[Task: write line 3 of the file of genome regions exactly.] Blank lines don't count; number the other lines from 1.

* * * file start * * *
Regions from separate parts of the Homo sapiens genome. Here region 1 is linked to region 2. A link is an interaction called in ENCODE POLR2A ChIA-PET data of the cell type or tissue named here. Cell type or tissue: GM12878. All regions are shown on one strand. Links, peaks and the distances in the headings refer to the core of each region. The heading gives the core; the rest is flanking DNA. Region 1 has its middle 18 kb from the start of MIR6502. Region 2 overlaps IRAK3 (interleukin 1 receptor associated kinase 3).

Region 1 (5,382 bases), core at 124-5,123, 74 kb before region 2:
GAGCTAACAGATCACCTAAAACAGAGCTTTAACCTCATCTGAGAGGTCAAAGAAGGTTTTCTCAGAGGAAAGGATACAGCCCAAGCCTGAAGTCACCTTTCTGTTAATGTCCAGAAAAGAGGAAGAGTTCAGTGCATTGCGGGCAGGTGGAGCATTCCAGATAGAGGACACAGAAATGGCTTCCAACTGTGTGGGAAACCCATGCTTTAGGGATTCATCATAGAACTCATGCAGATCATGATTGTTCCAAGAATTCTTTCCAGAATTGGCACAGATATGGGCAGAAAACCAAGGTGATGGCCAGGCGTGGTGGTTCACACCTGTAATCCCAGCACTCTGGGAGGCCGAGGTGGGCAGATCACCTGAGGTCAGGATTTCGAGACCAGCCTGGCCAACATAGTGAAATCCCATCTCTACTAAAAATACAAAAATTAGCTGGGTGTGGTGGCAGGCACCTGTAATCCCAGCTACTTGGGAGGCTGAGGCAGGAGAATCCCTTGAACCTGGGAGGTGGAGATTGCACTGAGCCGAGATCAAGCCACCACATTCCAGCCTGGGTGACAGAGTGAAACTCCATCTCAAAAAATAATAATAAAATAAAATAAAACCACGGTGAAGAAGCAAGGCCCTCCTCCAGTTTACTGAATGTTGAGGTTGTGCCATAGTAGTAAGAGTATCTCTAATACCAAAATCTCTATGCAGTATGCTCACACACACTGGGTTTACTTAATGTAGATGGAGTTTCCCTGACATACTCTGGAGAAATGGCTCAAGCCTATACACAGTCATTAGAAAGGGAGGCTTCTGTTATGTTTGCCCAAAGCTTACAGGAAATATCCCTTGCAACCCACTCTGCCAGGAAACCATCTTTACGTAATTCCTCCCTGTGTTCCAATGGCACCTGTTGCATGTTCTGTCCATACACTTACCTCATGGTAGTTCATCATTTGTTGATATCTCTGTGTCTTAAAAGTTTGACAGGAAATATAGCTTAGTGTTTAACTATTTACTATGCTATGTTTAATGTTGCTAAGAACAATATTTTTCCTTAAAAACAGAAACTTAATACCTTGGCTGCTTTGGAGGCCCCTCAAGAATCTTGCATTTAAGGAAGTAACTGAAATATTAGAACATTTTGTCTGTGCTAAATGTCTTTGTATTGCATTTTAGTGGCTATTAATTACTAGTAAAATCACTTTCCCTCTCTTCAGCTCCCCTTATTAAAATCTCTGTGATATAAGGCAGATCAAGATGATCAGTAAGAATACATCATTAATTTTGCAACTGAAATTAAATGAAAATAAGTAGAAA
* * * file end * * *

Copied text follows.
GAGCTAACAGATCACCTAAAACAGAGCTTTAACCTCATCTGAGAGGTCAAAGAAGGTTTTCTCAGAGGAAAGGATACAGCCCAAGCCTGAAGTCACCTTTCTGTTAATGTCCAGAAAAGAGGAAGAGTTCAGTGCATTGCGGGCAGGTGGAGCATTCCAGATAGAGGACACAGAAATGGCTTCCAACTGTGTGGGAAACCCATGCTTTAGGGATTCATCATAGAACTCATGCAGATCATGATTGTTCCAAGAATTCTTTCCAGAATTGGCACAGATATGGGCAGAAAACCAAGGTGATGGCCAGGCGTGGTGGTTCACACCTGTAATCCCAGCACTCTGGGAGGCCGAGGTGGGCAGATCACCTGAGGTCAGGATTTCGAGACCAGCCTGGCCAACATAGTGAAATCCCATCTCTACTAAAAATACAAAAATTAGCTGGGTGTGGTGGCAGGCACCTGTAATCCCAGCTACTTGGGAGGCTGAGGCAGGAGAATCCCTTGAACCTGGGAGGTGGAGATTGCACTGAGCCGAGATCAAGCCACCACATTCCAGCCTGGGTGACAGAGTGAAACTCCATCTCAAAAAATAATAATAAAATAAAATAAAACCACGGTGAAGAAGCAAGGCCCTCCTCCAGTTTACTGAATGTTGAGGTTGTGCCATAGTAGTAAGAGTATCTCTAATACCAAAATCTCTATGCAGTATGCTCACACACACTGGGTTTACTTAATGTAGATGGAGTTTCCCTGACATACTCTGGAGAAATGGCTCAAGCCTATACACAGTCATTAGAAAGGGAGGCTTCTGTTATGTTTGCCCAAAGCTTACAGGAAATATCCCTTGCAACCCACTCTGCCAGGAAACCATCTTTACGTAATTCCTCCCTGTGTTCCAATGGCACCTGTTGCATGTTCTGTCCATACACTTACCTCATGGTAGTTCATCATTTGTTGATATCTCTGTGTCTTAAAAGTTTGACAGGAAATATAGCTTAGTGTTTAACTATTTACTATGCTATGTTTAATGTTGCTAAGAACAATATTTTTCCTTAAAAACAGAAACTTAATACCTTGGCTGCTTTGGAGGCCCCTCAAGAATCTTGCATTTAAGGAAGTAACTGAAATATTAGAACATTTTGTCTGTGCTAAATGTCTTTGTATTGCATTTTAGTGGCTATTAATTACTAGTAAAATCACTTTCCCTCTCTTCAGCTCCCCTTATTAAAATCTCTGTGATATAAGGCAGATCAAGATGATCAGTAAGAATACATCATTAATTTTGCAACTGAAATTAAATGAAAATAAGTAGAAA